Southeast Portland is a Threat to Cyclists

Posted on behalf of RizkLaw on Sep 20, 2016 in Consumer Alerts

If you’re a seasoned Portland cyclist, you probably already know that the Southeast Division is booby-trapped. If you enjoy using a bike as transportation and are new to Portland, you may wish to avoid the Southeast Division altogether. Statistics demonstrate that, while on the whole biking is becoming safer in Portland, some of the most dangerous individual streets for biking are as risky as ever, despite efforts by Vision Zero Portland.

In 2011, the Portland Bureau of Transportation reported an increase of 190% in bike traffic between 2000 and 2009, and a decrease of accidents by 39%. There are several locations throughout the city that are particularly dangerous for cycling; however, Southeast Portland has the highest concentration of bicycle-car crashes.

Top 10 Worst Streets for Bike-Car Crashes

Data released by ODOT’s Crash Analysis and Reporting unit reveal that of the city’s 10 most dangerous roads, over half are in Southeast Portland with 1,600 incidents reported between 2009 and 2013. During these five years, the following roads experienced the most incidents:

  • Southeast Division Street: 59
  • Northeast Broadway Street: 49
  • Southeast Hawthorne Boulevard: 42
  • Southeast Powell Boulevard: 37
  • East Burnside Street: 35
  • Northwest Broadway: 31
  • Southeast Stark Street: 30
  • Southwest Capitol highway: 28
  • Southeast Holgate Boulevard: 27
  • Southeast Foster Road: 26

The six Southeast Portland streets in the above list surprisingly account for 14% of the total bicycle-car accidents reported during that period. Southeast Division Street, Powell Boulevard, and Foster road are all included in PBOT’s top ten high crash corridors. High crash corridors account for just 7% of the city’s streets, yet they are where nearly half of all deadly crashes occur. The city is working to improve transportation in these areas to reduce risk.

Some of the worst intersections for cycling in Portland are:

  • Cesar Chavez Boulevard and NE Sandy Boulevard: 3 lane intersection near the entrance to I-84 experiences a lot of congestion.
  • SW Naito Parkway and Market Street: nearby entrance to I-5
  • SW Macadam Avenue and Sellwood Bridge: shortest route from Clackamas County into SE Portland
  • SE 82nd Avenue and Powell Boulevard
  • Several intersections on West Burnside Street are magnets for pedestrian incidents
  • SE McLoughlin and 17th Avenue has been the setting of several fatal pedestrian accidents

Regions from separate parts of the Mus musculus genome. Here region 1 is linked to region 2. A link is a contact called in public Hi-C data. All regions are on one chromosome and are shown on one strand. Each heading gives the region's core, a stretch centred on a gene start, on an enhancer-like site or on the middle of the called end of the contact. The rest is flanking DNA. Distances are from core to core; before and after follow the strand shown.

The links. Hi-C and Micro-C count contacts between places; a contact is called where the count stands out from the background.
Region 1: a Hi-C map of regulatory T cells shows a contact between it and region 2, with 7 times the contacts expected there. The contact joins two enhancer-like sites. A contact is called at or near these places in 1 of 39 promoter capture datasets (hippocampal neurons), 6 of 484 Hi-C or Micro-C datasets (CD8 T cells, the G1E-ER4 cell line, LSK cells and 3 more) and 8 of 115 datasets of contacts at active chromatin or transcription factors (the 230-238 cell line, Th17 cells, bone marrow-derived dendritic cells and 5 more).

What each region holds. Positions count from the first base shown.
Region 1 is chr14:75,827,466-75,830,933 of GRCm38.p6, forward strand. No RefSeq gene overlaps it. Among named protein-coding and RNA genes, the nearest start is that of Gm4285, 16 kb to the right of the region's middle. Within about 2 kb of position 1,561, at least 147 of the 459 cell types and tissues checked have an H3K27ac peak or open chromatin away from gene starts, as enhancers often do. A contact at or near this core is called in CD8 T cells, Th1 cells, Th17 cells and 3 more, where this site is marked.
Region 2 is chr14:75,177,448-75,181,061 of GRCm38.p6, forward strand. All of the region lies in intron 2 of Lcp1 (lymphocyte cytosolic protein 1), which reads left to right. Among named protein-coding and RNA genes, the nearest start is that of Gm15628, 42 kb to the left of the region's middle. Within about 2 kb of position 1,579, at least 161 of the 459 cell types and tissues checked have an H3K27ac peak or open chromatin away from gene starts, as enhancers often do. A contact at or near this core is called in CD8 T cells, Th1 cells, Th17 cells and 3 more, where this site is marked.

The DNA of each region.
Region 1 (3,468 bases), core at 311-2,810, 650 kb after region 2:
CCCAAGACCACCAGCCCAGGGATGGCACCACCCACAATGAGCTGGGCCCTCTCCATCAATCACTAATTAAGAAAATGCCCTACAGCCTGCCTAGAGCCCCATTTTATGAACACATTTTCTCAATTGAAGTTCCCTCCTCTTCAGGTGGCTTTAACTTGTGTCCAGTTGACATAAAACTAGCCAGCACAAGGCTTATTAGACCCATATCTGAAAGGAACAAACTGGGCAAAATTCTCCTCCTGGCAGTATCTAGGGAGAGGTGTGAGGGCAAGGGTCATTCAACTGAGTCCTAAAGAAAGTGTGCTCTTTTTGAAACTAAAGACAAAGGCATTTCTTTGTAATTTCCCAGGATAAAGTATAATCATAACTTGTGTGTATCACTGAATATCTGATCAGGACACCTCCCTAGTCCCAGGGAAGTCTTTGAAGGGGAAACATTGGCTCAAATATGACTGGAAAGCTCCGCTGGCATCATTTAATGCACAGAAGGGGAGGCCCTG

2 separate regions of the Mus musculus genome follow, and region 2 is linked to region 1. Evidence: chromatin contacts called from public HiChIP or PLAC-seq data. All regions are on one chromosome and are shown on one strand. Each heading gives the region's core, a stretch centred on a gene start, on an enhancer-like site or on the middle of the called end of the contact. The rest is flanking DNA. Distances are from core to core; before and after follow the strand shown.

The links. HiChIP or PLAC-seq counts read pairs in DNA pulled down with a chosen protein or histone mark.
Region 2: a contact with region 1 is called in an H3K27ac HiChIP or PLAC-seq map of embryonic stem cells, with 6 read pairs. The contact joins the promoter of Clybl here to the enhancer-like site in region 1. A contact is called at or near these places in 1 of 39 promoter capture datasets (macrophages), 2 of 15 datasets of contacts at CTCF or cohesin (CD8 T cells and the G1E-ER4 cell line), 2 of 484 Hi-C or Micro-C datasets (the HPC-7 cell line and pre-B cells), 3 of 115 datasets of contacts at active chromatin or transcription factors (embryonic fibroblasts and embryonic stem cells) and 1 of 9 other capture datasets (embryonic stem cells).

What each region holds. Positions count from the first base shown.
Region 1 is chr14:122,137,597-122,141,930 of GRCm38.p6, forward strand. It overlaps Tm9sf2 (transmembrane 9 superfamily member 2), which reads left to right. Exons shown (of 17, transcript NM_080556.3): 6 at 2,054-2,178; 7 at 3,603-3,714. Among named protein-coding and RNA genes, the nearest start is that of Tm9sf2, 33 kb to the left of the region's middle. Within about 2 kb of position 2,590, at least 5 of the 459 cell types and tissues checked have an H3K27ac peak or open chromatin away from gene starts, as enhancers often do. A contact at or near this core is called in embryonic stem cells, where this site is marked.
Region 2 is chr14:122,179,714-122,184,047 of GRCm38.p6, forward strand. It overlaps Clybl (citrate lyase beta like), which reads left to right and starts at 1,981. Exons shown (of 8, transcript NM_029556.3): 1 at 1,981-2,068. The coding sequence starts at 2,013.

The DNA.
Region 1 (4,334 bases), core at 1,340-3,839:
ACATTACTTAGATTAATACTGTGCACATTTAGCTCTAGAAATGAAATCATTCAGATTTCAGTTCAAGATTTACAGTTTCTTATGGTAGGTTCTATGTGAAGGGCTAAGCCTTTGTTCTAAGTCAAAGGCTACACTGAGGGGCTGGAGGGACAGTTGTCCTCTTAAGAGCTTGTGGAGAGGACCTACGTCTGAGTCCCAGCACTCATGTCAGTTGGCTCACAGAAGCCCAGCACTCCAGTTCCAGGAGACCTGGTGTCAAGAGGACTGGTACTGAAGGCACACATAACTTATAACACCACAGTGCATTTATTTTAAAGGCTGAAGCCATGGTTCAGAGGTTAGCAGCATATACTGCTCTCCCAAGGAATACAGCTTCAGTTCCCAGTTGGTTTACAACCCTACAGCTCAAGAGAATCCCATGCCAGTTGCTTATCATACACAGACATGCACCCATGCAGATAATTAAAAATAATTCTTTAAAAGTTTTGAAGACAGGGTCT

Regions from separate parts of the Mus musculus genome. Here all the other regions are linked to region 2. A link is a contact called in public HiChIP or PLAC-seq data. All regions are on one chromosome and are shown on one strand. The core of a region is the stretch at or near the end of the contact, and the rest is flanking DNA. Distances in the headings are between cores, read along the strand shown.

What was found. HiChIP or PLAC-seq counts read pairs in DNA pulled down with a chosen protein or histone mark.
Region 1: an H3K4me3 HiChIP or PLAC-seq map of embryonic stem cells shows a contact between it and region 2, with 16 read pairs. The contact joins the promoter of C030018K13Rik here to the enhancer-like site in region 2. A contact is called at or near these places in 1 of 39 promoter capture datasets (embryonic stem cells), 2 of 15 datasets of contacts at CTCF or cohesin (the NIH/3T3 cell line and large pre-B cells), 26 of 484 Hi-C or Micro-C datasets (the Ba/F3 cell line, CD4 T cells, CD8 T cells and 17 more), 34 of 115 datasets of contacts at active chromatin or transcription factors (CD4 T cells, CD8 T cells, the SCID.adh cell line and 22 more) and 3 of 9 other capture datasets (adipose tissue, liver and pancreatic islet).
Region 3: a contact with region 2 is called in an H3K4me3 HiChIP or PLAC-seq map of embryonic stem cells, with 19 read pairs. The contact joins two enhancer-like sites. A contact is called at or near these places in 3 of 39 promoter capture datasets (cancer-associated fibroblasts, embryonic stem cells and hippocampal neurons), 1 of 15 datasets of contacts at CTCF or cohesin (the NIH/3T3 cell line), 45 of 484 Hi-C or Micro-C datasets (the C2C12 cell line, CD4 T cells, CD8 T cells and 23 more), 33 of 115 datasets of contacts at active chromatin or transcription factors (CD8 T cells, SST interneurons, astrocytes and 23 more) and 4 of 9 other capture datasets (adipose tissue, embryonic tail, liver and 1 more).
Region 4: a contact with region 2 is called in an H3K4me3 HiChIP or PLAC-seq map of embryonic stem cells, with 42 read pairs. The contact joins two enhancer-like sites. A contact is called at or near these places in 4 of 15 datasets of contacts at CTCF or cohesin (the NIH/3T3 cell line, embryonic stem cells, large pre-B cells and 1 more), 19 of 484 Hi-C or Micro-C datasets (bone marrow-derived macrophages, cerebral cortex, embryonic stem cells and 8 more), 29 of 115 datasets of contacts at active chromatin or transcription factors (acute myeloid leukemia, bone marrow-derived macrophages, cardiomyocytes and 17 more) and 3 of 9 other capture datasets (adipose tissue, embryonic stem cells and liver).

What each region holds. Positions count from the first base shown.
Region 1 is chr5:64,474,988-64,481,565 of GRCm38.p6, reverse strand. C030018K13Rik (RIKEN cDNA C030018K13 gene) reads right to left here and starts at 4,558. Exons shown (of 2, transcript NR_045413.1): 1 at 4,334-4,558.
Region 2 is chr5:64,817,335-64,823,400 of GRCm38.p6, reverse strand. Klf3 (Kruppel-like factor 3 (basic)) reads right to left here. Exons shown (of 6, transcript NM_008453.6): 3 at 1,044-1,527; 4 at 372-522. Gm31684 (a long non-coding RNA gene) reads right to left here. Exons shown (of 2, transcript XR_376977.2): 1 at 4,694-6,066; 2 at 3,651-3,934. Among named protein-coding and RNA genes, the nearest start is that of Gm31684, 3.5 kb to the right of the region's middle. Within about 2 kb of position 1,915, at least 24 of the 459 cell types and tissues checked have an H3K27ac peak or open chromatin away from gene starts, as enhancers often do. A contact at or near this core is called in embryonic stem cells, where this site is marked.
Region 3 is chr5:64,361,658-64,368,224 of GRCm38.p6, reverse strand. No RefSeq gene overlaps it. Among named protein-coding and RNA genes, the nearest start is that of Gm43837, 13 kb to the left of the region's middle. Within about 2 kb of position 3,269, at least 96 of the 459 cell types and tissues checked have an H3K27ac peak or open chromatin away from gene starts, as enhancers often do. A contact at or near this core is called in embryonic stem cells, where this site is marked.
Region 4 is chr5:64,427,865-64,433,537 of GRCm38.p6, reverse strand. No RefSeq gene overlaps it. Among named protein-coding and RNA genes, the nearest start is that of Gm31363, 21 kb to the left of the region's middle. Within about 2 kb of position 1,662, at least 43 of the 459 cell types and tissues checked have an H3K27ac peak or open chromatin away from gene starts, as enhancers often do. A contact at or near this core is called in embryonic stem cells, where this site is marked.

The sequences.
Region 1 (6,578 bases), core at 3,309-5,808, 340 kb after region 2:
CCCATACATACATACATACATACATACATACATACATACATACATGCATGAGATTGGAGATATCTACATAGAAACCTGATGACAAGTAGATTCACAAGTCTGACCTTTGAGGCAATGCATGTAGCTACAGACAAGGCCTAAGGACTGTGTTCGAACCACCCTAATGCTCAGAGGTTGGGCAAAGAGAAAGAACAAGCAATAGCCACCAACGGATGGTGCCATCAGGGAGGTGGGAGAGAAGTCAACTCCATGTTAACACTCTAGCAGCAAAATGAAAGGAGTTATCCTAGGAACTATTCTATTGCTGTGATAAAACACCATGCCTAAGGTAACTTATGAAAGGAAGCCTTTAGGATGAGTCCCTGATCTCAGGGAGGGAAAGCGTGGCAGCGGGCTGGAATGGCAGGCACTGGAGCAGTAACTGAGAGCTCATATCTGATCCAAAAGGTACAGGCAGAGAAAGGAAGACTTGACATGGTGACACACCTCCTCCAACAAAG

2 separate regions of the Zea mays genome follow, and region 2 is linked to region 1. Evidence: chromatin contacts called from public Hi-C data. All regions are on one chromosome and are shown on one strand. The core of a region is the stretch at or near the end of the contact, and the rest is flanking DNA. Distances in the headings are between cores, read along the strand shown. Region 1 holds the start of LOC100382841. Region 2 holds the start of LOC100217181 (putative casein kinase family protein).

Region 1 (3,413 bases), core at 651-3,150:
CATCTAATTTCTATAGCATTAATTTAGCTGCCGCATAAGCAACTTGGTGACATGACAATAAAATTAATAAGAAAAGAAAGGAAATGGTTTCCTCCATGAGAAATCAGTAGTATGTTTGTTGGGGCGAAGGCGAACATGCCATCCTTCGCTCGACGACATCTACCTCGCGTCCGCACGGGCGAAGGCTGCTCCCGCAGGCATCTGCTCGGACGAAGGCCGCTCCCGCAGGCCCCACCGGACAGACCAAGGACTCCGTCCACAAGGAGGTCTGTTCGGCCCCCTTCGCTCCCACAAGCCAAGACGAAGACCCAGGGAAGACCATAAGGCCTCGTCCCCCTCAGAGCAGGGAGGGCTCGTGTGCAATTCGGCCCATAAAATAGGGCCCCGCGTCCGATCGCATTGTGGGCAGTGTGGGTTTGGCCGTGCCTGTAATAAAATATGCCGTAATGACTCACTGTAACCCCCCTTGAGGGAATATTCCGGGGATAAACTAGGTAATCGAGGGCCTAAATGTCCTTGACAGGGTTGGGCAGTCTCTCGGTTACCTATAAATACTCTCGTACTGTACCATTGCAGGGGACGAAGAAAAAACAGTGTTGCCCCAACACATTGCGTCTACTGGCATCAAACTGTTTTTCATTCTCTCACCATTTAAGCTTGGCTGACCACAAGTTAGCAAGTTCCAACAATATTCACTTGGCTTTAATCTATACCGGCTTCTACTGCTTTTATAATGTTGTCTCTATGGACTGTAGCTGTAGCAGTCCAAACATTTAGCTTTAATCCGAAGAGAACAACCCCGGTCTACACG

• NE Sandy Boulevard at the I-205 interchange
  • SE Foster at the I-205 interchange
  • SW Barbur Boulevard and Terwilliger
  • SE Powell Boulevard and Milwaukie Avenue

For a complete list of intersections to avoid, you can check out the city’s report of high collision intersections between 2011 and 2014, which is the most recent data available. It may be impossible to fully avoid all of these routes, but exercising caution is key as the city continues to unroll safety measures.

Recent Accidents in Southeast Portland

One of the most memorable accidents of 2015 involved a young cyclist by the name of Alistair Corkett. At just 22 years old, Corkett lost his leg in a horrifying crash on Southeast Powell Boulevard in May 2015. The cyclist recalls the entire scene, even seeing his leg on the sidewalk after being struck by a truck turning left going westbound. He was quickly taken to the intensive care unit of Oregon Health and Science University where he began his recovery and regained hopes for the future. Alcohol and/ or drugs are not believed to be a factor in this accident.

A group of cyclist protesters gathered on Powell Boulevard following the tragic accident to call for more safety improvements. They asserted that such situations are not uncommon on that road. A spokesman for ODOT responded that since Powell Boulevard is part of US 26, ODOT was planning $3.8 million worth of safety upgrades on Powell between 20th and 34th avenues by 2017. More traffic signs, left turn signals, lighting, and a reduction of obstructive foliage are in the works.

Portland’s 31st roadway fatality in 2016 of a pedestrian or cyclist occurred near the intersection of Southeast 124th and Division Street. Forty-year old Clifford Perry Jr. struck 60-year old Damon Burton, whom police found deceased in the road where there is no crosswalk. Perry proceeded to crash into a gas station signal after he struck the pedestrian while speeding. That night Perry was arrested and taken into Multnomah County Jail for second-degree manslaughter, DUII, and reckless driving. Division Street is one of the most dangerous high traffic corridors and sees 50% more pedestrian collisions than the city average.

Another young cyclist, this time a teenager, was struck and killed in Southeast Portland on Southeast 142nd Avenue and Southeast Center Street at 4 PM by Franklin Eugene Drobny, 55 and also intoxicated. This time the intoxicated driver, whose lawyer labeled an alcoholic, was turning into a driveway.

There is no shortage of sad tales of senseless injuries and deaths on Portland’s roads. Although the city’s Vision Zero initiative is a noble action, how will adding more crosswalks, lighting, traffic signals, and lowering speed limits curb the behaviors of those who simply refuse to abide by the law? There will always be the potential for traffic deaths so long as humans consider to act recklessly and selfishly. For the tough times, you have the legal right to a personal injury attorney who understands your plight. Contact RizkLaw for a free legal consultation by calling (503) 245-5677.